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Networking is great but....

I know networking is a great business, but there are many who have tried and failed. Why is that? It may be because of not enough continous referrel and expansion of the network. So, not everyone can succeed. - by khunvi
Networking is not the same as network marketing. ;)

Why do some people fail at network marketing? Probably for the same reasons people fail at other businesses such as lack of motivation, skills, or experience. - by AZBroker
I've been in network marketing with one company for ten years and I've seen lots of failure. AZBroker gives some good reasons - lack of motivation is always one of the top - BUT so is lack of proper training. The most singularly highly motivated in anything will figure things out. The rest with motivation need coaching and sales skills - networking skills which I find very close to sales skills in many ways.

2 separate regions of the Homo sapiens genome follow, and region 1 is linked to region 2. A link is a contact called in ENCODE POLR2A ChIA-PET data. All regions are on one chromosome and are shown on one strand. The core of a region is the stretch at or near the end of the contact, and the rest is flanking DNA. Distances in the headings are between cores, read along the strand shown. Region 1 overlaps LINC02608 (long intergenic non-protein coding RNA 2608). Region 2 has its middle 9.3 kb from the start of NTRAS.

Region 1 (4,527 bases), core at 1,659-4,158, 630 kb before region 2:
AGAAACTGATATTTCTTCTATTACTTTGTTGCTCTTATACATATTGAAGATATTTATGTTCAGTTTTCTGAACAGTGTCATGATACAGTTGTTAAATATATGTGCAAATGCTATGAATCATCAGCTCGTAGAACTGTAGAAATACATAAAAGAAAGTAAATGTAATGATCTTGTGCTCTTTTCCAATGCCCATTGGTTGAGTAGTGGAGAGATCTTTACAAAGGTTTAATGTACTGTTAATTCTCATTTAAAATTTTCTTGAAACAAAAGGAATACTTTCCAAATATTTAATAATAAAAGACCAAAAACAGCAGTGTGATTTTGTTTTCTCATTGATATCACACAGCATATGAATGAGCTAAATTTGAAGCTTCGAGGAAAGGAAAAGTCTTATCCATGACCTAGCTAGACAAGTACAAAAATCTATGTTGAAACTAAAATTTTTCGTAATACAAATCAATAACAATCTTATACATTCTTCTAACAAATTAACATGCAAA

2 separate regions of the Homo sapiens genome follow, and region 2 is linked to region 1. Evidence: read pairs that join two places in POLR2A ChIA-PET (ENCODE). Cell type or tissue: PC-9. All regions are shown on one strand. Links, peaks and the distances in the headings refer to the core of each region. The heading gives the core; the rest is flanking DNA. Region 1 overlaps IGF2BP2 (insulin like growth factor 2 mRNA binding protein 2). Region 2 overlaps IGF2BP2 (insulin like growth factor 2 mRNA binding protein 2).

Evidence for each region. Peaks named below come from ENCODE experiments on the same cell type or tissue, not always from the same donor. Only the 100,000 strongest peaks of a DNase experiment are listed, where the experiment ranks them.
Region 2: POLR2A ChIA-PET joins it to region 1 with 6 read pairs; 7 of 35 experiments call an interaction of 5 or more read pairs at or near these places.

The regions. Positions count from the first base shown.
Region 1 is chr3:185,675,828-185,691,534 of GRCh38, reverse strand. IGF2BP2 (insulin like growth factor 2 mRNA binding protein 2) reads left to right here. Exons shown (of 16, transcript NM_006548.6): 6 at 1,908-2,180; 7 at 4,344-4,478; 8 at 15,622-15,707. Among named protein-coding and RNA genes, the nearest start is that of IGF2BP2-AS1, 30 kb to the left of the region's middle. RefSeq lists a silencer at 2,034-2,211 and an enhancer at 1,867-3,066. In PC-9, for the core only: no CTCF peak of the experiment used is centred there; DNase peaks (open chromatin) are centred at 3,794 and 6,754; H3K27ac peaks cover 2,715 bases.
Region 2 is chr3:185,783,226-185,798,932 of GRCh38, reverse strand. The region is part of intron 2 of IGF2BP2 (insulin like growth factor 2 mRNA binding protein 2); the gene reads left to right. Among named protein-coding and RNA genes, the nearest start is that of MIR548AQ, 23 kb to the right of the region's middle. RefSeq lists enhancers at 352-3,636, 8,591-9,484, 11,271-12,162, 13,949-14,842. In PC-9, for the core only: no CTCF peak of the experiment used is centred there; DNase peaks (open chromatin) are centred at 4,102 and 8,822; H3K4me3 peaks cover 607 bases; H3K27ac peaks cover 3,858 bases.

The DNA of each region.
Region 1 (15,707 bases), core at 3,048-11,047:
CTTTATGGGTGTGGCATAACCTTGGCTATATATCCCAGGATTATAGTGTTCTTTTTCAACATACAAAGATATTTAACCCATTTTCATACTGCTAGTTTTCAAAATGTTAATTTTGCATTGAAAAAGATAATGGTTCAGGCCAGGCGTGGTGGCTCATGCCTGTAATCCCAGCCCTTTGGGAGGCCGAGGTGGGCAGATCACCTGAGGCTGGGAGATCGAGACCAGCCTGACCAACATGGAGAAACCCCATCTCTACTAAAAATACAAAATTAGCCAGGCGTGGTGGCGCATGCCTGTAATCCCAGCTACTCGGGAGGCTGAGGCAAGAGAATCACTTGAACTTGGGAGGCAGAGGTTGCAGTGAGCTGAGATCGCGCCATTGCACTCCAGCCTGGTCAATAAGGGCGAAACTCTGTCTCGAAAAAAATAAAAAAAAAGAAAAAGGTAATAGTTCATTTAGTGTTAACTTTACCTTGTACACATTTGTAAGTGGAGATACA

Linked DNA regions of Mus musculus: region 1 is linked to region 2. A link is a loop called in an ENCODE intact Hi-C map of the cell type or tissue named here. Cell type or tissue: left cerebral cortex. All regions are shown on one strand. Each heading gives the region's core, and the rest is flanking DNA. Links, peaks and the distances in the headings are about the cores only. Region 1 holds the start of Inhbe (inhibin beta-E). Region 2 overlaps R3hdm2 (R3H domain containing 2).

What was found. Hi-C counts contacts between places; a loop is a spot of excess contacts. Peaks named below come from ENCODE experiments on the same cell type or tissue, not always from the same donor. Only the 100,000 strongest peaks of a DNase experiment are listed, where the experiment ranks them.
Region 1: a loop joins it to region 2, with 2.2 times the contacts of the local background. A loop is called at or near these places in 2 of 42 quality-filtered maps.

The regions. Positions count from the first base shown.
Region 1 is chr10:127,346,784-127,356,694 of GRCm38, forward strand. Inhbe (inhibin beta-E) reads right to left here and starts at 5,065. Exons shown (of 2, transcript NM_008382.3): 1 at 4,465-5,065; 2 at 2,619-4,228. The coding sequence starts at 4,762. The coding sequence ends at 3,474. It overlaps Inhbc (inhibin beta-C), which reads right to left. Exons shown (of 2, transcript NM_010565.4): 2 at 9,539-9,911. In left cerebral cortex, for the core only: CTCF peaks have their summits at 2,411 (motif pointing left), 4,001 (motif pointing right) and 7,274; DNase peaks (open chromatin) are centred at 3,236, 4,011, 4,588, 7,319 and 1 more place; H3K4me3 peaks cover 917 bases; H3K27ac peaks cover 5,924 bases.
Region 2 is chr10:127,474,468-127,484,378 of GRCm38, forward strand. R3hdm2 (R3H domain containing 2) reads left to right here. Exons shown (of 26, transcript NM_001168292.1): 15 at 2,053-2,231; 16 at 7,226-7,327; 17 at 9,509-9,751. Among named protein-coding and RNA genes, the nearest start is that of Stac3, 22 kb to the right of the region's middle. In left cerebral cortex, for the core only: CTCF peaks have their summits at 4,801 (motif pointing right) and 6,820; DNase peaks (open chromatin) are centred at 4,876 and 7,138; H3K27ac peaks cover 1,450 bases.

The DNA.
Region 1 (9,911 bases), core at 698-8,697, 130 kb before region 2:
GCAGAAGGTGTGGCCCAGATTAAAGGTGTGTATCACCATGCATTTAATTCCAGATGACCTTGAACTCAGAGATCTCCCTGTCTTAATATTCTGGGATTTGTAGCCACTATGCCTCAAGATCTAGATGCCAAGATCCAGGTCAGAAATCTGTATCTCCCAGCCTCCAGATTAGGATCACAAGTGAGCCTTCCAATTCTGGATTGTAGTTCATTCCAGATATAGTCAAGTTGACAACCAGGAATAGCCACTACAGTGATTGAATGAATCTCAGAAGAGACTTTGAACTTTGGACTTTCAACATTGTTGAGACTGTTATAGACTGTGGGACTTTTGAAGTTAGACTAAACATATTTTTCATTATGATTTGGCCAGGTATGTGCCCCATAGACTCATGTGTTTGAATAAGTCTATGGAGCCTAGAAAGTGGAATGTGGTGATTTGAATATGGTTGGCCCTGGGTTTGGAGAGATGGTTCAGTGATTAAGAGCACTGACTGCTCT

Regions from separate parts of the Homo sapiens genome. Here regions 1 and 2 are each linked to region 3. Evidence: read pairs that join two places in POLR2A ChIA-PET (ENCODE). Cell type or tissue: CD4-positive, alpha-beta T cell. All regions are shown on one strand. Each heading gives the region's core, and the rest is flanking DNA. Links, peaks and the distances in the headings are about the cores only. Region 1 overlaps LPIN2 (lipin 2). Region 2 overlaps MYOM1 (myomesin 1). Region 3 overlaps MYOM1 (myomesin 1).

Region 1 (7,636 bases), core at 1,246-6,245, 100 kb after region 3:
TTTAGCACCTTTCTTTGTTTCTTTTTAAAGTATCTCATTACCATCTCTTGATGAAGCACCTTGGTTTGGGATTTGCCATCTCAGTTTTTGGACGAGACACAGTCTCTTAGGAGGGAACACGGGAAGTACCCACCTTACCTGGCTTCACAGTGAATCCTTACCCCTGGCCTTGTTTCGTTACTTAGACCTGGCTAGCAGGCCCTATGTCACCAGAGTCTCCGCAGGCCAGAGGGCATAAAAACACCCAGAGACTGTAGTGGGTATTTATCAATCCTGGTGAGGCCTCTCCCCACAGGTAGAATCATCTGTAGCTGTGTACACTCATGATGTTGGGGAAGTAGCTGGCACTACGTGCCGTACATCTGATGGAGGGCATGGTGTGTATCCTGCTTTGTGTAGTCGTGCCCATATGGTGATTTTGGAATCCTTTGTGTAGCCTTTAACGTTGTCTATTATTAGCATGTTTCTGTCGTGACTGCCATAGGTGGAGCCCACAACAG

Building a network of sustaining productivity is also a big challenge which requires individual leaders of groups to reinforce training and give support. It's a challenging business model many disparage, many misunderstand, and many never look at.

Like everything else, perhaps 3% are top earners and many earn extra four figure incomes.

MitchM - by MitchM
Many of these network based sales schemes also have a pyramid aspect so that late entry salepeople are never that likely to do well do to saturation. - by rattitude
I read your view as limiting and untrue in most cases, but those are common misconceptions and uninformed biasaes. Also, your depreciating words "sales scemes" serve no good purpose any more than "shady salesman" or "unsavory used car salesmen."